Thursday, 3 June 2021

Beeswax: waterproofing boots, Part 27

 OK, not really part 27, it just feels that way.

A couple of days ago, I had a comment from Virgil ("Hi, Virgil!") about using dubbin to waterproof leather work boots, which prompted another article on the subject: and while going through a backlog of photos,which were in the folder marked "might be useful for future articles", I found a whole set of photos of my attempts to use Beeswax.

In an earlier article, I had received some criticism of the state of my boots:"you can't expect to waterproof cracked, dried, boots," they said. "You really need to feed those boots!" they cried, in horror.

And my method was also criticised: "Heat is essential!" they all shouted at me, "You have to warm up the beeswax with a hairdryer, to get it to soak in properly."

 So,  a couple of years back, I apparently tried again, using a new pair of boots,  and here is the result.

Step 1: first, catch some bees.

Put them into a large bag, and squeeze them until the wax starts to run out - a rolling pin can be useful for getting the last few drops out.

No, I'm joking - just buy the beeswax,..

Easily obtainable via the internet!

Warm it up until it melts: a candle-making double pan is good for this, or put it in a metal bowl over a saucepan of gently boiling water.

Don't use your fondue set, or your chocolate-making equipment: no matter how much you wash it, it will taste of wax forever after. Yes, I know beeswax bears a close relationship to honey, but trust me, it's not the same thing!

Once it is runny, apply it to the boots: be careful not to burn yourself on the metal bowl, or on the liquid wax: be sensible, use a cloth until it's cool enough to do it with your fingers. 

Yes, fingers are the best applicators, otherwise the wax soaks into the cloth or sponge.

Here - right - we have the smeared-on, rubbed-in wax already starting to cool and dry, so at this point, out comes the hair-dryer, to melt it again.

This causes the wax to sink into the leather, which is where we need it to be.

I repeated this step several times, until the leather was gasping "Stop! Enough! I'm full up!", and at that point I let the boots cool down, and then buffed them with a clean cloth.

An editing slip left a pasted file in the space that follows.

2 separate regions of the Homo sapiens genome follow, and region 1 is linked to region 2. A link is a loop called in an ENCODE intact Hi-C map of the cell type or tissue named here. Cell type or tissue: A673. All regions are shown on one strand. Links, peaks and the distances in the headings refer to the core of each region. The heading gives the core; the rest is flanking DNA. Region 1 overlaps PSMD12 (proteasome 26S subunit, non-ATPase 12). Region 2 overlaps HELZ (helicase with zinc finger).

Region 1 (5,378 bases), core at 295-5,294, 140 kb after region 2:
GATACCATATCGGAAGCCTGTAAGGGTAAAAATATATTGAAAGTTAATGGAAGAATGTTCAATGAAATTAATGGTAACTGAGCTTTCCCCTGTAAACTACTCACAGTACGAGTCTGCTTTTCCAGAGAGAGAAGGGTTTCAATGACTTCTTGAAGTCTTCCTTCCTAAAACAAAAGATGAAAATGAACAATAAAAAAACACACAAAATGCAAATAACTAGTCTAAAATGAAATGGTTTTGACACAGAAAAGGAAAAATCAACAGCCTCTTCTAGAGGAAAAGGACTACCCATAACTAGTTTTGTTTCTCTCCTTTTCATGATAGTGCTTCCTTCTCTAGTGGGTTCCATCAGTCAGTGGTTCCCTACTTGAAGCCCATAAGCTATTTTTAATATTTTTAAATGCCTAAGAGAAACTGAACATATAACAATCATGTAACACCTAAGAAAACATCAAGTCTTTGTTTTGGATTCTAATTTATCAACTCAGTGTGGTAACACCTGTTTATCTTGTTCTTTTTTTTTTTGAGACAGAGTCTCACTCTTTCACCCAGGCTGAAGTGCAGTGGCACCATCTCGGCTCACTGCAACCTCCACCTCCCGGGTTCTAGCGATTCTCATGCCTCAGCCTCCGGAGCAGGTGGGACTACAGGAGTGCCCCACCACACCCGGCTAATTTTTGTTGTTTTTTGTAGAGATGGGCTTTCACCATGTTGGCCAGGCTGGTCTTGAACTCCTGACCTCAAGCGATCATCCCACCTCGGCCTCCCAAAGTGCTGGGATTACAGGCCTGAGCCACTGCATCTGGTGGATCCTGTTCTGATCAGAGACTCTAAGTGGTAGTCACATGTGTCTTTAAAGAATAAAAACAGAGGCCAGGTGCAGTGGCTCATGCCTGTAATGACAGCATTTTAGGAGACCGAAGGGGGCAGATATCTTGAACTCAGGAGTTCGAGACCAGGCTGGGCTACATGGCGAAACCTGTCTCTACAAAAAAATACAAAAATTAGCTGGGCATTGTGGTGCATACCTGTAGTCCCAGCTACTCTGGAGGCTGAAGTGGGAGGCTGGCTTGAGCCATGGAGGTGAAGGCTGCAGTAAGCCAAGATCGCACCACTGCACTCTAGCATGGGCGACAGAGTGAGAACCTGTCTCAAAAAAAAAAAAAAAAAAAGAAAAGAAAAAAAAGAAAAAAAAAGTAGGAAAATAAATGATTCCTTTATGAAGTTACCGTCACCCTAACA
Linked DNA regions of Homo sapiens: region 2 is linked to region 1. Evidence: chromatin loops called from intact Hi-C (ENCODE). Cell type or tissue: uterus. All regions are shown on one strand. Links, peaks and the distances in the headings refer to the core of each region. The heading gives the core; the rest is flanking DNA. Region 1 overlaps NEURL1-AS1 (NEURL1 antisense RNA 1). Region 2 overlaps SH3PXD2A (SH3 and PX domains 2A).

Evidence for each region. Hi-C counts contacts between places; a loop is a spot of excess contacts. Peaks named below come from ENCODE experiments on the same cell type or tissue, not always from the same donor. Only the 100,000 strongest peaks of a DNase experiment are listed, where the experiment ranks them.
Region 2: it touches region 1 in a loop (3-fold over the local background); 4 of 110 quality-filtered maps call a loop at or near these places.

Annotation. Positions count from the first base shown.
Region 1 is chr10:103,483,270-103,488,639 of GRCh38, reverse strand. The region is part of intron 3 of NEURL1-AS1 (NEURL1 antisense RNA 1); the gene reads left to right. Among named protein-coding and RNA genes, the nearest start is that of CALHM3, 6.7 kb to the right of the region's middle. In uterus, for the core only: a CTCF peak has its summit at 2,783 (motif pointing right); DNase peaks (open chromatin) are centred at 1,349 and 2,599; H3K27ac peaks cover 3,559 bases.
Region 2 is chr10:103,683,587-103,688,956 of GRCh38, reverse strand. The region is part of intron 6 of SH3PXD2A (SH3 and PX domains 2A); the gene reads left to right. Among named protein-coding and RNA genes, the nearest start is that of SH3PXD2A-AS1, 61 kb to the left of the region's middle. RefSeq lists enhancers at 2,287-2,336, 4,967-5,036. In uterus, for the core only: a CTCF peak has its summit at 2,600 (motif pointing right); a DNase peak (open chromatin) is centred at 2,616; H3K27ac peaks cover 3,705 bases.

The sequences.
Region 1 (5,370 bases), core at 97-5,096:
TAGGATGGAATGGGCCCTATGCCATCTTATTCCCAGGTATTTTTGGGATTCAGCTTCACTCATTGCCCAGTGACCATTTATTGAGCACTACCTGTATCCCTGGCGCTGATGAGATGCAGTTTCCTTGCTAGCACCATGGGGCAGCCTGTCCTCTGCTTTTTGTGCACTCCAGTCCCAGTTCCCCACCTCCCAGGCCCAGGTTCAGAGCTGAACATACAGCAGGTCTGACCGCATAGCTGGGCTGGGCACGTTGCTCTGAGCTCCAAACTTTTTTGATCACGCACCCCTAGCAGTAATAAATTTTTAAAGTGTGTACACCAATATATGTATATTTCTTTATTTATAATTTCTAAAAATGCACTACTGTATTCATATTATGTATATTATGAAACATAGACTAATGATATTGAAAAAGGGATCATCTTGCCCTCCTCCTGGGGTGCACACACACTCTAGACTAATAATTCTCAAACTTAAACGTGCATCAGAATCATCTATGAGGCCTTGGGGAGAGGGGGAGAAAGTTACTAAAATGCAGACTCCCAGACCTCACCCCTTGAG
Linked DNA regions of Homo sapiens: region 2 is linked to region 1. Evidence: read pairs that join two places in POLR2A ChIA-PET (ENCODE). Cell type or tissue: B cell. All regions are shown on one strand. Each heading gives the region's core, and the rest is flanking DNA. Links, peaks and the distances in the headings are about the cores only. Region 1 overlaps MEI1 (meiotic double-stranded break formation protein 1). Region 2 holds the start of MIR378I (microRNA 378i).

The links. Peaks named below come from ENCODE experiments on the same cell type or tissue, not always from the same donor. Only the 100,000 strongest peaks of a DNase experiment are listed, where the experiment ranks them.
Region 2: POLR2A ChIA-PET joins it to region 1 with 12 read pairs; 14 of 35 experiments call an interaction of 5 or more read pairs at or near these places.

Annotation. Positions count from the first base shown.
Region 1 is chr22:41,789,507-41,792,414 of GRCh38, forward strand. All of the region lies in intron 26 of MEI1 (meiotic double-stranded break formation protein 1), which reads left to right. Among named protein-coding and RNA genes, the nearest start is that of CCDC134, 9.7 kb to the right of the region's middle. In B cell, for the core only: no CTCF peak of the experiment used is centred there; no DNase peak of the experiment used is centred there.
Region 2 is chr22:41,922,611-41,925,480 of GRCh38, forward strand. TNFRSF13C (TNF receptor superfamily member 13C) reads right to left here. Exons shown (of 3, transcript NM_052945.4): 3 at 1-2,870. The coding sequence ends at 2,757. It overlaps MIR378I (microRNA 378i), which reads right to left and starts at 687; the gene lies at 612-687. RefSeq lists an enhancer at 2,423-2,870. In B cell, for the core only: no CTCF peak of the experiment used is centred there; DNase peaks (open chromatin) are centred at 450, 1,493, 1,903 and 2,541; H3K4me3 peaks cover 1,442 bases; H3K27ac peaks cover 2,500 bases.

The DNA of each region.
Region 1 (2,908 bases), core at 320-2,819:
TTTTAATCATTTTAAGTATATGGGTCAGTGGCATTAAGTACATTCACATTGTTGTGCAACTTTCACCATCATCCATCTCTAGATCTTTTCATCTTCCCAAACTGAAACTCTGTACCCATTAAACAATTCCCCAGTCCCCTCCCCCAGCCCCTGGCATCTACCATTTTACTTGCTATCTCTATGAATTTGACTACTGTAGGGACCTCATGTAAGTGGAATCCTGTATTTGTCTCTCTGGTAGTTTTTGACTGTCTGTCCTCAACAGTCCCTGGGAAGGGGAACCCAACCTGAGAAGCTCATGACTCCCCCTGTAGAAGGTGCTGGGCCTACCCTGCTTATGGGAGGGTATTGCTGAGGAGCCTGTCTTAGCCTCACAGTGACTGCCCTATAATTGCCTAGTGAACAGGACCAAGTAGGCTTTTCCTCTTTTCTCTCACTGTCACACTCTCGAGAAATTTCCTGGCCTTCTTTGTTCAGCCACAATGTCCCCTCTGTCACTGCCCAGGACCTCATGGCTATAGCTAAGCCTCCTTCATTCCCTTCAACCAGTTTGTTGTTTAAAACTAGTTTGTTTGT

Now this - left - looked promising: the boots now had a shiny shell on them.

Just in case, I repeated the process one more time: more melted beeswax, more hair-dryer action, more rubbing: then a final buff with the soft cloth.


Ah, but would it work?

We'd find out, next day...

In case you're wondering why I have little loops at the lower end of my laces, by the way, it's because the laces are too long - I don't lace them up to the top hole, because of all the bending-at-the-ankles which I do - and if I just tie them as they are, then they drag on the ground and get wet and muddy.

But I can't just chop a bit off, because then they'd fray.

So I work out how long I need them, pull the excess down to the toe end of the lacings, and tie it in a knot.

This has the additional benefit that the laces remain centred:  you don't end up with one loose end longer than the other. Top Tip! Even if your laces are the right length, tie a knot at the middle point, then re-lace them!

Right, getting back to the boots..

Here we are, quite literally out in the field, and about two hours into the morning.

The toes are wet, but shiny-wet, rather than matte soaked-wet. 

The apparent cracks and creases are where the beeswax is working its way out of the leather, where the boot bends.  Slightly weird... no-one mentioned that, on any of the internet research I did, before attempting this.

So, good news: lunchtime - dry socks. Oh goody!

Here's the bad news: 

Two days later, ie after two days of wearing them, the beeswax is all migrating out.

So my boots look like nothing on earth, considering they were new, two days earlier: they are coated with crusty beeswax, which was dropping off in all directions, and getting up my fingernails - urgh! - when I handled the boots. 

Stylish.  Not.

I tried using the hair-dryer again, to melt it back in, and then to buff them to a shine again, and it worked, sort of: but again, after a day or so of wearing them, they looked like this. 

And I had wet toes again.

So, where does that leave us?

Beeswax, in my opinion, does NOT work to make leather boots waterproof. Not for longer than a couple of hours. And it took me two evenings of hard work to get them waxed in the first place.

On balance, then, I'm sticking with my current regime of alternating between two pairs of boots, changing them at lunchtime if necessary: allowing each pair to dry, then applying any old handcream to them, to keep the leather soft and supple.

If you have any further questions or suggestions, I'd be happy to hear them: but please,  to that person who persistently tries to add robotic comments with clickbait links, to any article I write which mentions waterproofing boots - give it a rest! *laughs*

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